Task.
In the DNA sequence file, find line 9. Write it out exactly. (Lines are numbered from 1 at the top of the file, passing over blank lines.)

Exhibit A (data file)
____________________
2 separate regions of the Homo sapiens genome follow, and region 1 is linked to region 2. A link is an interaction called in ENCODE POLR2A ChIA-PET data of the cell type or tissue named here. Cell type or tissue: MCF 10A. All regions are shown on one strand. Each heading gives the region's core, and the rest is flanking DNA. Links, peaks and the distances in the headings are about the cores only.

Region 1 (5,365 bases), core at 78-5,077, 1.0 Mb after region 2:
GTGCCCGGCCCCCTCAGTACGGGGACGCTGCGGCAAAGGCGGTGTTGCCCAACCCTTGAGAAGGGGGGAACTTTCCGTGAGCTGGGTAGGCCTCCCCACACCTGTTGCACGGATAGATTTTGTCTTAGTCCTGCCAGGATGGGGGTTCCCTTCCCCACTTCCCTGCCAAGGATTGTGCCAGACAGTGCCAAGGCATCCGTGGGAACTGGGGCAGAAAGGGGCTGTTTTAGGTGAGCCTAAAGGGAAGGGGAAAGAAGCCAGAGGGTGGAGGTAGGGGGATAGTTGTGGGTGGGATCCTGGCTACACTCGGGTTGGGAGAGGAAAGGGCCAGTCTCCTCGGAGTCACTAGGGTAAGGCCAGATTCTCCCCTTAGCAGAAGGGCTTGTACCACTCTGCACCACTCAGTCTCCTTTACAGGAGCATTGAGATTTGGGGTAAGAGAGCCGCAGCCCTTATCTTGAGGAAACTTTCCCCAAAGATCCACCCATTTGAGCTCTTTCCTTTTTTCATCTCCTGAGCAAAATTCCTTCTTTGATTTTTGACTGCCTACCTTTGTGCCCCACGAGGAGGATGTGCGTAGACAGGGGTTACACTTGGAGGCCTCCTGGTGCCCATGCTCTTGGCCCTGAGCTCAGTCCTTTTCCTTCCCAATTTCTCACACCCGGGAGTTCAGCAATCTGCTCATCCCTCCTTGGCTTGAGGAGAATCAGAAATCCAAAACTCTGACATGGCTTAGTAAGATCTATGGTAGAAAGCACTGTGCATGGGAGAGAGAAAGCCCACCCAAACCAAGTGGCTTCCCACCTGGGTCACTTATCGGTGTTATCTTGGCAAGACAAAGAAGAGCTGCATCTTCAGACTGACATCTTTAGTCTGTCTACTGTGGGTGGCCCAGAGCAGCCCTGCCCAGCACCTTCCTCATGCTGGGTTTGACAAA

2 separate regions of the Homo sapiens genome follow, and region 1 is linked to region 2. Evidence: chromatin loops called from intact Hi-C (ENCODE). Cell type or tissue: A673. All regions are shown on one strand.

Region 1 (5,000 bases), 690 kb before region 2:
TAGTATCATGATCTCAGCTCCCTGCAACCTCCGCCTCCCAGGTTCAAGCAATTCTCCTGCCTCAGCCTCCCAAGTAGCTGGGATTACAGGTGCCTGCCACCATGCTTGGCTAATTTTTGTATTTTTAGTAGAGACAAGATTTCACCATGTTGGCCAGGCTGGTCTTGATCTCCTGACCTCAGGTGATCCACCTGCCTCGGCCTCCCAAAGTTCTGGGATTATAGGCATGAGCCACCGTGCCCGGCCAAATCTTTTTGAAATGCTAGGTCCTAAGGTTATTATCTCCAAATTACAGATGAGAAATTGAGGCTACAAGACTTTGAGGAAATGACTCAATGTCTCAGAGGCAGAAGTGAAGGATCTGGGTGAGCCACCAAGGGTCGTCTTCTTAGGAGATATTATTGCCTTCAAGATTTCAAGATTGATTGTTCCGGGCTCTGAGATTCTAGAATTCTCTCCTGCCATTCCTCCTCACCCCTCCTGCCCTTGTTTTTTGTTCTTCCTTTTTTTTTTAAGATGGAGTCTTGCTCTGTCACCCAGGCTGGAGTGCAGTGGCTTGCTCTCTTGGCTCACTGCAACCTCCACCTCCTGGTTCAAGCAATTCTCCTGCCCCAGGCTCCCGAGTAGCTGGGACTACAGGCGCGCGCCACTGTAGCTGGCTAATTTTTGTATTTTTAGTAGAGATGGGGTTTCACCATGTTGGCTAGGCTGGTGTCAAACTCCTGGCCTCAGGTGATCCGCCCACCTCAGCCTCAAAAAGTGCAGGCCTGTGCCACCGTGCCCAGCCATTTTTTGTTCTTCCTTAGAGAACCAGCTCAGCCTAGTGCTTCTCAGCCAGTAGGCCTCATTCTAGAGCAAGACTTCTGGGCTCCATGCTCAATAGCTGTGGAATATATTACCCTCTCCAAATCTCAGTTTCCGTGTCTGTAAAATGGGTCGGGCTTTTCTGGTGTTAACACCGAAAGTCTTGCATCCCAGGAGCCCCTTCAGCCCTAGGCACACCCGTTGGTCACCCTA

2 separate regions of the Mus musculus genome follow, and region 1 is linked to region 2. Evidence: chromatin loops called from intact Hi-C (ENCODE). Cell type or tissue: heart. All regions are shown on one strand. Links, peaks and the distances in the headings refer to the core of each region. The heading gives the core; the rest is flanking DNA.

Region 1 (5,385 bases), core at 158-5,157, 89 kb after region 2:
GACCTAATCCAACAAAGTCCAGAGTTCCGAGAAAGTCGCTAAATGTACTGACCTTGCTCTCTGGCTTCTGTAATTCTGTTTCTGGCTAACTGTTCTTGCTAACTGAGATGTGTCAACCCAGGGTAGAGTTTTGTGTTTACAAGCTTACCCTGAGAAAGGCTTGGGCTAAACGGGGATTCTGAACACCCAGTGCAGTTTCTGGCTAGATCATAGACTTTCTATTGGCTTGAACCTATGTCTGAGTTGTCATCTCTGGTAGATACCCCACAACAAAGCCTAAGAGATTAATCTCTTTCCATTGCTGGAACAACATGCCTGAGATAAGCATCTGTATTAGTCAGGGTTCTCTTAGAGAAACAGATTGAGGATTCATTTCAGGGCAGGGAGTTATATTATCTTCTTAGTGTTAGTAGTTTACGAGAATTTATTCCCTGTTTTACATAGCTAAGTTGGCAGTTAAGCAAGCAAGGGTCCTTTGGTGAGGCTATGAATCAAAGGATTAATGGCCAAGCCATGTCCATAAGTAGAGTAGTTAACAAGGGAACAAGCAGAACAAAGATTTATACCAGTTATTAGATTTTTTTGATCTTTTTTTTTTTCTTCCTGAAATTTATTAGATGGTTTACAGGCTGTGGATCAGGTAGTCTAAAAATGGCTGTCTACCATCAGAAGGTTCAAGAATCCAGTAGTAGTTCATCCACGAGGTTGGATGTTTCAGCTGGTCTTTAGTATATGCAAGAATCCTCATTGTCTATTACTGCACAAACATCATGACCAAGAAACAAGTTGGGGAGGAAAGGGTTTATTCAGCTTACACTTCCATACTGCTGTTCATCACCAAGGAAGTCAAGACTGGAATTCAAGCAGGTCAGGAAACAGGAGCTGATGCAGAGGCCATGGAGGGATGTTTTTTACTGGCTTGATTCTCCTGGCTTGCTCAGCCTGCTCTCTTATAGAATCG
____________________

GACCTAATCCAACAAAGTCCAGAGTTCCGAGAAAGTCGCTAAATGTACTGACCTTGCTCTCTGGCTTCTGTAATTCTGTTTCTGGCTAACTGTTCTTGCTAACTGAGATGTGTCAACCCAGGGTAGAGTTTTGTGTTTACAAGCTTACCCTGAGAAAGGCTTGGGCTAAACGGGGATTCTGAACACCCAGTGCAGTTTCTGGCTAGATCATAGACTTTCTATTGGCTTGAACCTATGTCTGAGTTGTCATCTCTGGTAGATACCCCACAACAAAGCCTAAGAGATTAATCTCTTTCCATTGCTGGAACAACATGCCTGAGATAAGCATCTGTATTAGTCAGGGTTCTCTTAGAGAAACAGATTGAGGATTCATTTCAGGGCAGGGAGTTATATTATCTTCTTAGTGTTAGTAGTTTACGAGAATTTATTCCCTGTTTTACATAGCTAAGTTGGCAGTTAAGCAAGCAAGGGTCCTTTGGTGAGGCTATGAATCAAAGGATTAATGGCCAAGCCATGTCCATAAGTAGAGTAGTTAACAAGGGAACAAGCAGAACAAAGATTTATACCAGTTATTAGATTTTTTTGATCTTTTTTTTTTTCTTCCTGAAATTTATTAGATGGTTTACAGGCTGTGGATCAGGTAGTCTAAAAATGGCTGTCTACCATCAGAAGGTTCAAGAATCCAGTAGTAGTTCATCCACGAGGTTGGATGTTTCAGCTGGTCTTTAGTATATGCAAGAATCCTCATTGTCTATTACTGCACAAACATCATGACCAAGAAACAAGTTGGGGAGGAAAGGGTTTATTCAGCTTACACTTCCATACTGCTGTTCATCACCAAGGAAGTCAAGACTGGAATTCAAGCAGGTCAGGAAACAGGAGCTGATGCAGAGGCCATGGAGGGATGTTTTTTACTGGCTTGATTCTCCTGGCTTGCTCAGCCTGCTCTCTTATAGAATCG